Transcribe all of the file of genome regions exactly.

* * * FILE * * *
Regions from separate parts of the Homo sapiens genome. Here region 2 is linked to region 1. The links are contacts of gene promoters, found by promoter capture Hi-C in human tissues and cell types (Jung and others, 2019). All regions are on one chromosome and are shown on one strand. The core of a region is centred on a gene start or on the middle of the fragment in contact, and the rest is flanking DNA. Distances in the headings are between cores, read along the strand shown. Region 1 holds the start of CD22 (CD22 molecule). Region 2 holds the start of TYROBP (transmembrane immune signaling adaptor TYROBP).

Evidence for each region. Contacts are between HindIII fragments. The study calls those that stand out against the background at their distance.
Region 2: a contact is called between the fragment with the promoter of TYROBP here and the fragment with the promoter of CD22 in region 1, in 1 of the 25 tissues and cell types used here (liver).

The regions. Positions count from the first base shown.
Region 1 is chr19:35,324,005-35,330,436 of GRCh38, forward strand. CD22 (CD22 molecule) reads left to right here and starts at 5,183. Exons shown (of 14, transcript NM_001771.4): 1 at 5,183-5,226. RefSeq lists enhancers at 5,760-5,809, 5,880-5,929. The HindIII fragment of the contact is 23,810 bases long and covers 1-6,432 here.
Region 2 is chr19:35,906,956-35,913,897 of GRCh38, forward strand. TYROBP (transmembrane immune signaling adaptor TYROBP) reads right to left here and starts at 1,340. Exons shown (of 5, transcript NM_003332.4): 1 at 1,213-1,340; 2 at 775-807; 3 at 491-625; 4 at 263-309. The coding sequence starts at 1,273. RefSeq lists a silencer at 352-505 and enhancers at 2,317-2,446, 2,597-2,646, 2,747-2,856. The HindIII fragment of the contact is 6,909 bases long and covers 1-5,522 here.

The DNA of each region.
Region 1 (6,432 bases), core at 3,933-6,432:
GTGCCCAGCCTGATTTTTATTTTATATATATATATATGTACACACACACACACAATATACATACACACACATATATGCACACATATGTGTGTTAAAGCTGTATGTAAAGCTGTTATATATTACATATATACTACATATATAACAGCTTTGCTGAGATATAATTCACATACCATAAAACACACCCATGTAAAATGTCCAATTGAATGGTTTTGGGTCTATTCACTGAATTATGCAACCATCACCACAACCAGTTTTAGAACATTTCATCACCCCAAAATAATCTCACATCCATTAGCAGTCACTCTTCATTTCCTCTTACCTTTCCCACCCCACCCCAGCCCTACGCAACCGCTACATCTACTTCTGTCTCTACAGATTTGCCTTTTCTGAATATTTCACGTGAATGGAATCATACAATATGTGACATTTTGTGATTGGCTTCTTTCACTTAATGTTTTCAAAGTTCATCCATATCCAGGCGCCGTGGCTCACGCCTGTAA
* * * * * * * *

Regions from separate parts of the Homo sapiens genome. Here region 2 is linked to region 1. The links are contacts of gene promoters, found by promoter capture Hi-C in human tissues and cell types (Jung and others, 2019). All regions are on one chromosome and are shown on one strand. The core of a region is centred on a gene start or on the middle of the fragment in contact, and the rest is flanking DNA. Distances in the headings are between cores, read along the strand shown. Region 1 holds the start of CD22 (CD22 molecule). Region 2 holds the start of TYROBP (transmembrane immune signaling adaptor TYROBP).

Evidence for each region. Contacts are between HindIII fragments. The study calls those that stand out against the background at their distance.
Region 2: a contact is called between the fragment with the promoter of TYROBP here and the fragment with the promoter of CD22 in region 1, in 1 of the 25 tissues and cell types used here (liver).

The regions. Positions count from the first base shown.
Region 1 is chr19:35,324,005-35,330,436 of GRCh38, forward strand. CD22 (CD22 molecule) reads left to right here and starts at 5,183. Exons shown (of 14, transcript NM_001771.4): 1 at 5,183-5,226. RefSeq lists enhancers at 5,760-5,809, 5,880-5,929. The HindIII fragment of the contact is 23,810 bases long and covers 1-6,432 here.
Region 2 is chr19:35,906,956-35,913,897 of GRCh38, forward strand. TYROBP (transmembrane immune signaling adaptor TYROBP) reads right to left here and starts at 1,340. Exons shown (of 5, transcript NM_003332.4): 1 at 1,213-1,340; 2 at 775-807; 3 at 491-625; 4 at 263-309. The coding sequence starts at 1,273. RefSeq lists a silencer at 352-505 and enhancers at 2,317-2,446, 2,597-2,646, 2,747-2,856. The HindIII fragment of the contact is 6,909 bases long and covers 1-5,522 here.

The DNA of each region.
Region 1 (6,432 bases), core at 3,933-6,432:
GTGCCCAGCCTGATTTTTATTTTATATATATATATATGTACACACACACACACAATATACATACACACACATATATGCACACATATGTGTGTTAAAGCTGTATGTAAAGCTGTTATATATTACATATATACTACATATATAACAGCTTTGCTGAGATATAATTCACATACCATAAAACACACCCATGTAAAATGTCCAATTGAATGGTTTTGGGTCTATTCACTGAATTATGCAACCATCACCACAACCAGTTTTAGAACATTTCATCACCCCAAAATAATCTCACATCCATTAGCAGTCACTCTTCATTTCCTCTTACCTTTCCCACCCCACCCCAGCCCTACGCAACCGCTACATCTACTTCTGTCTCTACAGATTTGCCTTTTCTGAATATTTCACGTGAATGGAATCATACAATATGTGACATTTTGTGATTGGCTTCTTTCACTTAATGTTTTCAAAGTTCATCCATATCCAGGCGCCGTGGCTCACGCCTGTAA